Highlights from CFR event 'Legal Tender? The Regulation of Cryptocurrencies'

In an event organized by the Council on Foreign Relations, CoinDesk reporter Nikhilesh De, CNN reporter Jose Pagliery, Maria Vullo, Superintendent of Financial Services for the State of New York, and Marco Santori, President and Chief Legal Officer at Blockchain; discuss existing laws for digital currencies, potential areas for abuse and crime, and the best next steps for governments to keep up with the technology. Below are some key quotes, via CoinDesk's Twitter feed, from the ongoing event.

  • Maria Vullo: " I think a lot of these token sales run afoul of the spirit of the law, if not the letter of the law. But we have to be careful not to lump them all together."
    • "I think the SEC has done the best job possible in its efforts to regulate token sales."
    • "In many ways, this is no different than other types of banking-related services where you have the state regulators, you have the public companies that are also regulated by the SEC and the CFTC."
    • Responding to a question about why regulators are taking so long to create a framework for cryptocurrencies: "Well it certainly hasn't taken New York York long to establish a framework."
  • Marco Santori: "I wouldn’t say that ICOs are tools for avoiding regulation. People who are running token sales are trying to do a lot of things, including raising money. it’s not just about avoiding regulations."
    • "I think everything that can be tokenized will be tokenized ... I think tokens will make illiquid assets highly liquid. That comes with risks ... but it also has tremendous potential."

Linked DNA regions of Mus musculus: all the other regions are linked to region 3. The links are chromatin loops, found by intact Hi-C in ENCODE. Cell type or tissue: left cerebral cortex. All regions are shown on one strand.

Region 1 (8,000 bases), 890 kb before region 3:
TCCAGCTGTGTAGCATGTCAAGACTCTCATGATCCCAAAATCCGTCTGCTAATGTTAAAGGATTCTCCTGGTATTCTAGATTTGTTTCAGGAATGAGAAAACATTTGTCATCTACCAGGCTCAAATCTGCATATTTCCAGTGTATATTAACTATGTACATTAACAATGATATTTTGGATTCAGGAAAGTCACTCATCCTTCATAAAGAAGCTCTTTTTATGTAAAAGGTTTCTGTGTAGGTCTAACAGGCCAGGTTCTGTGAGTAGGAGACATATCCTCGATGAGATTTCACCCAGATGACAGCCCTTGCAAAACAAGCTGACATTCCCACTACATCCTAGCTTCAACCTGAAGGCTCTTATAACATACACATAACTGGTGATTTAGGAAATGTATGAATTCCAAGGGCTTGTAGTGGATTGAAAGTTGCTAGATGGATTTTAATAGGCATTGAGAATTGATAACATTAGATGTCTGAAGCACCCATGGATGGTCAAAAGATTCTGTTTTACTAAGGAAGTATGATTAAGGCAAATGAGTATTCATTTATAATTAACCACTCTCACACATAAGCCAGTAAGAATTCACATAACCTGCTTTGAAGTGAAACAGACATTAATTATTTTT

• "The U.S. can export its laws around money through the G20 but it cannot export its laws around securities. A lot of the money pouring into ICOs are from professional investors in different countries - not casual American investors"
  • Jose Pagliery: "The question about whether or not accredited investor laws need to be looked at ... the law about whether you need a certain amount of wealth to invest, I think that's terribly unfair."
    • "There's this idea in cryptocurrency that code is law, that the code is the rule, it's not going to change, you're not going to be affected by some central bank board changing the rules willy-nilly."
    • "What we've learned is that code is law, but coders have the power ... they have no responsibility toward you that I've seen by law ... we have to figure out how these people are held accountable."
    • Responding to a question about the potential use cryptocurrencies by terrorist organizations: "I don't know ... I try to put myself in the shoes of someone who might benefit from this ... cryptocurrencies are such a terrible store of value that you'd be better off trading in oil."
    • "To access cryptocurrencies and use it you need to be able to access the network and use it. It's great for cybercriminals who want to get paid for ransomware ... but terrible for terrorists."

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